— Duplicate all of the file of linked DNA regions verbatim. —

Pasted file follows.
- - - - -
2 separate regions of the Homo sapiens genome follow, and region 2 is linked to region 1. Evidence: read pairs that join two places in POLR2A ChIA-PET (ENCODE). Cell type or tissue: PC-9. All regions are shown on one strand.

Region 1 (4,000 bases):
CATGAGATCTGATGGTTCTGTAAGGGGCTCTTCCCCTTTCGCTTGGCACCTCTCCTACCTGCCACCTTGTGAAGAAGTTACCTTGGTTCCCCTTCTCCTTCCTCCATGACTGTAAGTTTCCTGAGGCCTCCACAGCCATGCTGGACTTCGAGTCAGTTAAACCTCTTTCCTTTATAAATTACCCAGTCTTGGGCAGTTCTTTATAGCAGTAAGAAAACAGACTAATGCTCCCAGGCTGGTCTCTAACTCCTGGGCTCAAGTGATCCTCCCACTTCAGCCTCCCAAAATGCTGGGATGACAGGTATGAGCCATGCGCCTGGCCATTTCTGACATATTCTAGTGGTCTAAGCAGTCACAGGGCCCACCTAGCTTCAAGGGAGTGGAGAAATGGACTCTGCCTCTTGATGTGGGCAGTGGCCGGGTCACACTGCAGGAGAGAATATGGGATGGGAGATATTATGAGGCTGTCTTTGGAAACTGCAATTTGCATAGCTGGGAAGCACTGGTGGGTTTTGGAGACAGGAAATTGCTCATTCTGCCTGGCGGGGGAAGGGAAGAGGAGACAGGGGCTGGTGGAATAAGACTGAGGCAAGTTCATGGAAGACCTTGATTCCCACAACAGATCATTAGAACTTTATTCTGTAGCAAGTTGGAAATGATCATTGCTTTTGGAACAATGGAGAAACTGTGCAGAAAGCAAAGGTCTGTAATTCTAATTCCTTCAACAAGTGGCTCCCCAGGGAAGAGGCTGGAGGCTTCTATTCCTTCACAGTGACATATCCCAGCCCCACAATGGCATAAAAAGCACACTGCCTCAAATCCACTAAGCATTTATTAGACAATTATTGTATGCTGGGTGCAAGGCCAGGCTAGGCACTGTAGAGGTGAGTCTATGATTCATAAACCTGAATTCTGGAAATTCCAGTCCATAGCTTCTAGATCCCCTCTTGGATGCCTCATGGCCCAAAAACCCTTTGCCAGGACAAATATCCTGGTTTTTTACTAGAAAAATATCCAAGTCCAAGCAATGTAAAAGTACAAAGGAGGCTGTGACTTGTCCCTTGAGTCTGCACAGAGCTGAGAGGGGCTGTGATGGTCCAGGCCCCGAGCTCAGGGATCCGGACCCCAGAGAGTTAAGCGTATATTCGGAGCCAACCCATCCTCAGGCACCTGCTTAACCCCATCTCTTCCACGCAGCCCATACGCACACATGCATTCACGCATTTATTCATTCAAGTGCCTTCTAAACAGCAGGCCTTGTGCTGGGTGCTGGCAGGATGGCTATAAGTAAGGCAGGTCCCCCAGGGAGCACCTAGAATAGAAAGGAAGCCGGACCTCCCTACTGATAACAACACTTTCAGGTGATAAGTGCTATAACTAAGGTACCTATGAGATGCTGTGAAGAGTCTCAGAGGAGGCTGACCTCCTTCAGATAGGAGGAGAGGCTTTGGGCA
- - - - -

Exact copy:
2 separate regions of the Homo sapiens genome follow, and region 2 is linked to region 1. Evidence: read pairs that join two places in POLR2A ChIA-PET (ENCODE). Cell type or tissue: PC-9. All regions are shown on one strand.

Region 1 (4,000 bases):
CATGAGATCTGATGGTTCTGTAAGGGGCTCTTCCCCTTTCGCTTGGCACCTCTCCTACCTGCCACCTTGTGAAGAAGTTACCTTGGTTCCCCTTCTCCTTCCTCCATGACTGTAAGTTTCCTGAGGCCTCCACAGCCATGCTGGACTTCGAGTCAGTTAAACCTCTTTCCTTTATAAATTACCCAGTCTTGGGCAGTTCTTTATAGCAGTAAGAAAACAGACTAATGCTCCCAGGCTGGTCTCTAACTCCTGGGCTCAAGTGATCCTCCCACTTCAGCCTCCCAAAATGCTGGGATGACAGGTATGAGCCATGCGCCTGGCCATTTCTGACATATTCTAGTGGTCTAAGCAGTCACAGGGCCCACCTAGCTTCAAGGGAGTGGAGAAATGGACTCTGCCTCTTGATGTGGGCAGTGGCCGGGTCACACTGCAGGAGAGAATATGGGATGGGAGATATTATGAGGCTGTCTTTGGAAACTGCAATTTGCATAGCTGGGAAGCACTGGTGGGTTTTGGAGACAGGAAATTGCTCATTCTGCCTGGCGGGGGAAGGGAAGAGGAGACAGGGGCTGGTGGAATAAGACTGAGGCAAGTTCATGGAAGACCTTGATTCCCACAACAGATCATTAGAACTTTATTCTGTAGCAAGTTGGAAATGATCATTGCTTTTGGAACAATGGAGAAACTGTGCAGAAAGCAAAGGTCTGTAATTCTAATTCCTTCAACAAGTGGCTCCCCAGGGAAGAGGCTGGAGGCTTCTATTCCTTCACAGTGACATATCCCAGCCCCACAATGGCATAAAAAGCACACTGCCTCAAATCCACTAAGCATTTATTAGACAATTATTGTATGCTGGGTGCAAGGCCAGGCTAGGCACTGTAGAGGTGAGTCTATGATTCATAAACCTGAATTCTGGAAATTCCAGTCCATAGCTTCTAGATCCCCTCTTGGATGCCTCATGGCCCAAAAACCCTTTGCCAGGACAAATATCCTGGTTTTTTACTAGAAAAATATCCAAGTCCAAGCAATGTAAAAGTACAAAGGAGGCTGTGACTTGTCCCTTGAGTCTGCACAGAGCTGAGAGGGGCTGTGATGGTCCAGGCCCCGAGCTCAGGGATCCGGACCCCAGAGAGTTAAGCGTATATTCGGAGCCAACCCATCCTCAGGCACCTGCTTAACCCCATCTCTTCCACGCAGCCCATACGCACACATGCATTCACGCATTTATTCATTCAAGTGCCTTCTAAACAGCAGGCCTTGTGCTGGGTGCTGGCAGGATGGCTATAAGTAAGGCAGGTCCCCCAGGGAGCACCTAGAATAGAAAGGAAGCCGGACCTCCCTACTGATAACAACACTTTCAGGTGATAAGTGCTATAACTAAGGTACCTATGAGATGCTGTGAAGAGTCTCAGAGGAGGCTGACCTCCTTCAGATAGGAGGAGAGGCTTTGGGCA